7. Pompeo Batoni (1708-1787)
The Death of Meleager, 1740-1743
Oil on canvas - 135 x 95 cm
Private collection

8. Pompeo Batoni (1708-1787)
Sir Humphrey Morice, 1761-1762
Oil on canvas - 117.5 x 172.8 cm
Norton Conyers, North Yorkshire,
Sir James and Lady Graham

Batoni was not only an artist to the British in Italy, he was also a painter for European monarchs, except notably the French. Although he never traveled to France, his measured style often evokes nonetheless Le Sueur, Poussin such as in The Death of Meleager (ill. 7) or Le Brun with Alexander and the Family of Darius (Potsdam, not present in the exhibition). In turn, the Portrait of Sir Humphrey Morice (ill. 8), sitting in a landscape, a painting of horizontal format, perhaps influenced Louis Gauffier and Francois-Xavier Fabre who, some years later, would use this very original arrangement.

The catalogue cannot really be considered as such. It is more like a biography, a fascinating one at that. Unfortunately, there is no attempt at rendering it user-friendly : the numbers for the figures do not refer back to the works presented and it is hard to know if a specific painting was shown or not in either of the two museums that welcomed the retrospective. It is just as difficult, unless one resorts to leafing through and happening upon it by chance, to find the page for a work on display, and even more complicated to discover where it is analyzed. It is high time that publishers understand that, sometimes, the books they produce are bought by readers who are becoming such a rare species that it is imperative they be given more consideration.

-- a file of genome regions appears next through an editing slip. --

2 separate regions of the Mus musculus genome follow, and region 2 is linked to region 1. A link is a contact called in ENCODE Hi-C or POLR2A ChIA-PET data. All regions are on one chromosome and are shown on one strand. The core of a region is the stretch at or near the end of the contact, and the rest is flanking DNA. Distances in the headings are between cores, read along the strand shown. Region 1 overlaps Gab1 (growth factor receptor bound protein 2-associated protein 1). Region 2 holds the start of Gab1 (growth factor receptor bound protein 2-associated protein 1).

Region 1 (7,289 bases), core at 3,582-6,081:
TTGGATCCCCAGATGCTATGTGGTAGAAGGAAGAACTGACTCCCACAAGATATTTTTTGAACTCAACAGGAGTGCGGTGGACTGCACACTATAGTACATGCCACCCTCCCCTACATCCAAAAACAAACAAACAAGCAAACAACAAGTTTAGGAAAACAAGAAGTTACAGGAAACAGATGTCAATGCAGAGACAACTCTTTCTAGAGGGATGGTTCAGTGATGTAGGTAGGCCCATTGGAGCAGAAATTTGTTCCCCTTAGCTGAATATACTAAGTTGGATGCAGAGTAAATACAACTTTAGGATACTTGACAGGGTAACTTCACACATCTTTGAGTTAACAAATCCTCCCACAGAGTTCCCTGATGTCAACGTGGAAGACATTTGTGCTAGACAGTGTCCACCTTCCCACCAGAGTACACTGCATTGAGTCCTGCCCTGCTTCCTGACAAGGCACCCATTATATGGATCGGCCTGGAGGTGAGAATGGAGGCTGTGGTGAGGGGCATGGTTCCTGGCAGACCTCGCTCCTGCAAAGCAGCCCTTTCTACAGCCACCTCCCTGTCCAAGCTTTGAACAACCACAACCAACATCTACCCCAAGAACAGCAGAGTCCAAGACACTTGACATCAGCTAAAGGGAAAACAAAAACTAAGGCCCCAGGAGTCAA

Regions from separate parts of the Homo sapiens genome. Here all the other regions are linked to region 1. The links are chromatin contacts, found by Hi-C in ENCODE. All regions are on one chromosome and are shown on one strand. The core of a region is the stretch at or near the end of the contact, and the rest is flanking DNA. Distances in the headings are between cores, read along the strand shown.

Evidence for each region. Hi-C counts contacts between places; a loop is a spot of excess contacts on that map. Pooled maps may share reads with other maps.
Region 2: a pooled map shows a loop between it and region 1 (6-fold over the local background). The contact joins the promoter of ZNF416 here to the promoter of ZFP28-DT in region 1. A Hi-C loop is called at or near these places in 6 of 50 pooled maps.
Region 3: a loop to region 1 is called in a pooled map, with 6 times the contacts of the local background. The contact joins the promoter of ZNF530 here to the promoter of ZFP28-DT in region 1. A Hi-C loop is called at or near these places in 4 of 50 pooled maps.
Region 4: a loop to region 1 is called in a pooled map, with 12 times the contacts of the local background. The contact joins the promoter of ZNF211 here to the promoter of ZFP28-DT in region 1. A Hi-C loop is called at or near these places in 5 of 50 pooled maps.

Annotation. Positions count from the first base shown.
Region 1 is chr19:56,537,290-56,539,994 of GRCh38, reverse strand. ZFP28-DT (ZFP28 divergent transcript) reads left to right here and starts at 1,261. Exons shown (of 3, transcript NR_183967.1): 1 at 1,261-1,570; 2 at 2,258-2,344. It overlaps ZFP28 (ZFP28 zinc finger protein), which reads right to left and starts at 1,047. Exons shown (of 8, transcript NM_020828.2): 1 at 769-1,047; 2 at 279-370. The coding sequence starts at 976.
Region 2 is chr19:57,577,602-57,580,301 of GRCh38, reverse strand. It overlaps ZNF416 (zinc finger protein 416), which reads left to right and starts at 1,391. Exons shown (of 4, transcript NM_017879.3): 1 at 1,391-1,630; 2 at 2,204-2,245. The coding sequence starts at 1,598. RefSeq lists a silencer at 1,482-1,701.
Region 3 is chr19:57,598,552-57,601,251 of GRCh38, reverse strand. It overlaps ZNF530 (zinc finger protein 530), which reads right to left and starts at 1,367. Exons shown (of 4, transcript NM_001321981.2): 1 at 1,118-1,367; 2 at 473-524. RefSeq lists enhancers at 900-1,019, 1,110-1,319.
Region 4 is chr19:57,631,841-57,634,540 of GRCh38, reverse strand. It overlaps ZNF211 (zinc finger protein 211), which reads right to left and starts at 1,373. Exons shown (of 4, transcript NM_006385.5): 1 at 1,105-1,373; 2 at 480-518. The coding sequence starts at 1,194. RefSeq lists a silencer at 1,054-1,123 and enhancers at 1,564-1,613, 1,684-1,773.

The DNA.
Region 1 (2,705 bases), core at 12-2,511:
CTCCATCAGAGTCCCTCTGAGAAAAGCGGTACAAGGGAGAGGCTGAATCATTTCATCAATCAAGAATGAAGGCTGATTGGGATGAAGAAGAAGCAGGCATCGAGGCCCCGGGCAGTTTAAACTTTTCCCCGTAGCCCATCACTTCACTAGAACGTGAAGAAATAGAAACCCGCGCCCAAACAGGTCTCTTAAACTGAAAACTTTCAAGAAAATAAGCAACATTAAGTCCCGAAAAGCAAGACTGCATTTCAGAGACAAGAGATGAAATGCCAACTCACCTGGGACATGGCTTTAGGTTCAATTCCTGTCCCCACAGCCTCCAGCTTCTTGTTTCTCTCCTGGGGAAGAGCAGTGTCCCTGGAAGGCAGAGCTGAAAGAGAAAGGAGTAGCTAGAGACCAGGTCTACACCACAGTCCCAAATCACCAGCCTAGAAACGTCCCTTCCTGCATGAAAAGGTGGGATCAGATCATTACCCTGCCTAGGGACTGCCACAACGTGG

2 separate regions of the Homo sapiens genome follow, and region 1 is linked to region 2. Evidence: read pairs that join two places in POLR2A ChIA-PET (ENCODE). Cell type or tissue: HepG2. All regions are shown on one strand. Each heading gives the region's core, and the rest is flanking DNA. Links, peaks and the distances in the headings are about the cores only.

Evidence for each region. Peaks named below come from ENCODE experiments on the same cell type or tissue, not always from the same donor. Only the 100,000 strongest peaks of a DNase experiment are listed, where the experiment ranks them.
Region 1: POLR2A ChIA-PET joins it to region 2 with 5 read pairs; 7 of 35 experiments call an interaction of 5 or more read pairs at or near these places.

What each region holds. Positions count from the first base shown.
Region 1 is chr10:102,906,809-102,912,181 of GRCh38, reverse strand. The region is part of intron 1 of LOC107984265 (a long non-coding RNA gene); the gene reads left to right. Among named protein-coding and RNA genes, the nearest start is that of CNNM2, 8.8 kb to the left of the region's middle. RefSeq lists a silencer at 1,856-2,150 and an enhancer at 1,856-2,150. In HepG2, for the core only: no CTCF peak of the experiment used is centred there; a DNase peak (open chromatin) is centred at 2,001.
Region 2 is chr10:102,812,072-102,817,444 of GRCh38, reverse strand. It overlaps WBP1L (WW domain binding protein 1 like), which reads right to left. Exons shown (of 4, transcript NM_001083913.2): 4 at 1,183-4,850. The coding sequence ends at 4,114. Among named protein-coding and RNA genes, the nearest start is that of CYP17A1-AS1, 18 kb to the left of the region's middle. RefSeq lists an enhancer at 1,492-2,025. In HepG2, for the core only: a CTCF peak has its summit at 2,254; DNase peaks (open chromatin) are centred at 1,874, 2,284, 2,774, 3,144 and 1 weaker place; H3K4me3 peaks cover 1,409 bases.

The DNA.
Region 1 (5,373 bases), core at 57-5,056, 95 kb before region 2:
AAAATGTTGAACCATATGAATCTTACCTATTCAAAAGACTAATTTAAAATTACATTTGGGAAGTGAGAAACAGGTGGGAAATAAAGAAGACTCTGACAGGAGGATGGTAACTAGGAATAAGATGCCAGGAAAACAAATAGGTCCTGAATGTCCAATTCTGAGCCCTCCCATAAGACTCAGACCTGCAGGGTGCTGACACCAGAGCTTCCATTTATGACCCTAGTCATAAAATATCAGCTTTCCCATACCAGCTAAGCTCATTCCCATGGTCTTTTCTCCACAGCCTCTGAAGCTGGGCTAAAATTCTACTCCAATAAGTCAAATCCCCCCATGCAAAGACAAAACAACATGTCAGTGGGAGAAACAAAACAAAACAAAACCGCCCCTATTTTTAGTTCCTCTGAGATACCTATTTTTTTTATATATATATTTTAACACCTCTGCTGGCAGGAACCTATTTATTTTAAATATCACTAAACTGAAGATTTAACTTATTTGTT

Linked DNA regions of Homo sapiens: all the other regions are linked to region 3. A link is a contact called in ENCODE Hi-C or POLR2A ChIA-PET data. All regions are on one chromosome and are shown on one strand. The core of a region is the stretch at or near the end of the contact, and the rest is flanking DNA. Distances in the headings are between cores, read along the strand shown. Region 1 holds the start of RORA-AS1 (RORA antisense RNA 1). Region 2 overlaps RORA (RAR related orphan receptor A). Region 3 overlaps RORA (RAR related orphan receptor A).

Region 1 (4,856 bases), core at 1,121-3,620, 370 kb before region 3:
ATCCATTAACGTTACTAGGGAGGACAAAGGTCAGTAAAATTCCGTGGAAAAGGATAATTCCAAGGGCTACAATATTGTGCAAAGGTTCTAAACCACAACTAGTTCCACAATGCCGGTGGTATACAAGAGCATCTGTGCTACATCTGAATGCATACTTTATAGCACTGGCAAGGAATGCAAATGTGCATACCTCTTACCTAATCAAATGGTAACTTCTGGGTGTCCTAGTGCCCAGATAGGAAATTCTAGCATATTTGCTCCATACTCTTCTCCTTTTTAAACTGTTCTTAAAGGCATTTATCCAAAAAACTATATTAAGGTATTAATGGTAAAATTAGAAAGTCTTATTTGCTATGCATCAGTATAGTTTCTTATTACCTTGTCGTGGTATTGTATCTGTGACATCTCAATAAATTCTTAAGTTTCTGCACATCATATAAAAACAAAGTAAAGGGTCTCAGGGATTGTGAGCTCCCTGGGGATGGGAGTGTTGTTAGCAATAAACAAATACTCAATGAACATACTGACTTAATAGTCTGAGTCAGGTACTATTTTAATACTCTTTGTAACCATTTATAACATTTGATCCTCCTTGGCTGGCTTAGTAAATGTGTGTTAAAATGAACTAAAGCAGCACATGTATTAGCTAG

But we do not wish to end on a negative note and prefer to insist on the magnificent achievement of an exhibition which has all the elements needed to draw an enthusiastic flock of visitors. Alas, this is not turning out to be the case. The galleries remain hopelessly empty. We highly recommend this discovery of an exceptional artist. And then, time allowing, to continue their visit with the other exhibitions currently showing in London, including the one devoted to Thomas Hope (see article).

Edgar Peters Bowron and Peter Björn Kerber, Pompeo Batoni. Prince of Painters in Eighteenth-Century Rome, Yale University Press, 230 p., £25 (paperback), £40 (hardback). ISBN : 978-0-89090-158-8 (paperback) ; 978-0-30012-680-8 (hardback).

Visitor Information : The National Gallery, Trafalgar Square London WC2N 5DN. Phone : + 44 (0) 20 7747 2885. Opened daly 10 h through18 h, Wednesday through 21 h. Admission charge.

Didier Rykner, dimanche 6 avril 2008


[1] It does not include any graphic works, which is a bit unfortunate, as the artist is an excellent draughtsman. The catalogue does however reproduce some drawings.